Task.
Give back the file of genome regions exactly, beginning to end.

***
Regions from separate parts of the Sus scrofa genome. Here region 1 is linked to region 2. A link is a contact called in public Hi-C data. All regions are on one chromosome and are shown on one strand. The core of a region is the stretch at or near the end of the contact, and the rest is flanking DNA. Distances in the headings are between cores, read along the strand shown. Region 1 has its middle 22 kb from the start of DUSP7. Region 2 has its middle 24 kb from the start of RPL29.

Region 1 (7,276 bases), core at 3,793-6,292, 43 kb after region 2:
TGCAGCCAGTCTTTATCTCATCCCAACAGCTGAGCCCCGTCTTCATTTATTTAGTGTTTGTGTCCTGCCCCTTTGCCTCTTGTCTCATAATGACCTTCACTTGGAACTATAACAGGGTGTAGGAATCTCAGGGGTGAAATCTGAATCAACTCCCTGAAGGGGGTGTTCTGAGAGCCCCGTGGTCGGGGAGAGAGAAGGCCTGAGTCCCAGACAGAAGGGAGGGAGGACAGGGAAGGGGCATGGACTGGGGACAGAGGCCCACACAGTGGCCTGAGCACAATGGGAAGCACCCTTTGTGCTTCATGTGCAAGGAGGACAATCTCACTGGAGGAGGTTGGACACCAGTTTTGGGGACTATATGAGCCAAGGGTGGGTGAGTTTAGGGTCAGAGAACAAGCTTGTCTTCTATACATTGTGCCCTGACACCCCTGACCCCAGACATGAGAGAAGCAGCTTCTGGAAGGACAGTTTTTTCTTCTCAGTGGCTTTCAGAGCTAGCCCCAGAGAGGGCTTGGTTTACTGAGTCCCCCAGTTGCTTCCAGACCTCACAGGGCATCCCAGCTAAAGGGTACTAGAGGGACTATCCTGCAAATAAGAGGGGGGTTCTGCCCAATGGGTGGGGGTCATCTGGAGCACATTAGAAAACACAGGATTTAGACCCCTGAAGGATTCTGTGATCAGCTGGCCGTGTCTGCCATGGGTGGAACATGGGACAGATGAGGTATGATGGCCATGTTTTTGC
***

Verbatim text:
Regions from separate parts of the Sus scrofa genome. Here region 1 is linked to region 2. A link is a contact called in public Hi-C data. All regions are on one chromosome and are shown on one strand. The core of a region is the stretch at or near the end of the contact, and the rest is flanking DNA. Distances in the headings are between cores, read along the strand shown. Region 1 has its middle 22 kb from the start of DUSP7. Region 2 has its middle 24 kb from the start of RPL29.

Region 1 (7,276 bases), core at 3,793-6,292, 43 kb after region 2:
TGCAGCCAGTCTTTATCTCATCCCAACAGCTGAGCCCCGTCTTCATTTATTTAGTGTTTGTGTCCTGCCCCTTTGCCTCTTGTCTCATAATGACCTTCACTTGGAACTATAACAGGGTGTAGGAATCTCAGGGGTGAAATCTGAATCAACTCCCTGAAGGGGGTGTTCTGAGAGCCCCGTGGTCGGGGAGAGAGAAGGCCTGAGTCCCAGACAGAAGGGAGGGAGGACAGGGAAGGGGCATGGACTGGGGACAGAGGCCCACACAGTGGCCTGAGCACAATGGGAAGCACCCTTTGTGCTTCATGTGCAAGGAGGACAATCTCACTGGAGGAGGTTGGACACCAGTTTTGGGGACTATATGAGCCAAGGGTGGGTGAGTTTAGGGTCAGAGAACAAGCTTGTCTTCTATACATTGTGCCCTGACACCCCTGACCCCAGACATGAGAGAAGCAGCTTCTGGAAGGACAGTTTTTTCTTCTCAGTGGCTTTCAGAGCTAGCCCCAGAGAGGGCTTGGTTTACTGAGTCCCCCAGTTGCTTCCAGACCTCACAGGGCATCCCAGCTAAAGGGTACTAGAGGGACTATCCTGCAAATAAGAGGGGGGTTCTGCCCAATGGGTGGGGGTCATCTGGAGCACATTAGAAAACACAGGATTTAGACCCCTGAAGGATTCTGTGATCAGCTGGCCGTGTCTGCCATGGGTGGAACATGGGACAGATGAGGTATGATGGCCATGTTTTTGC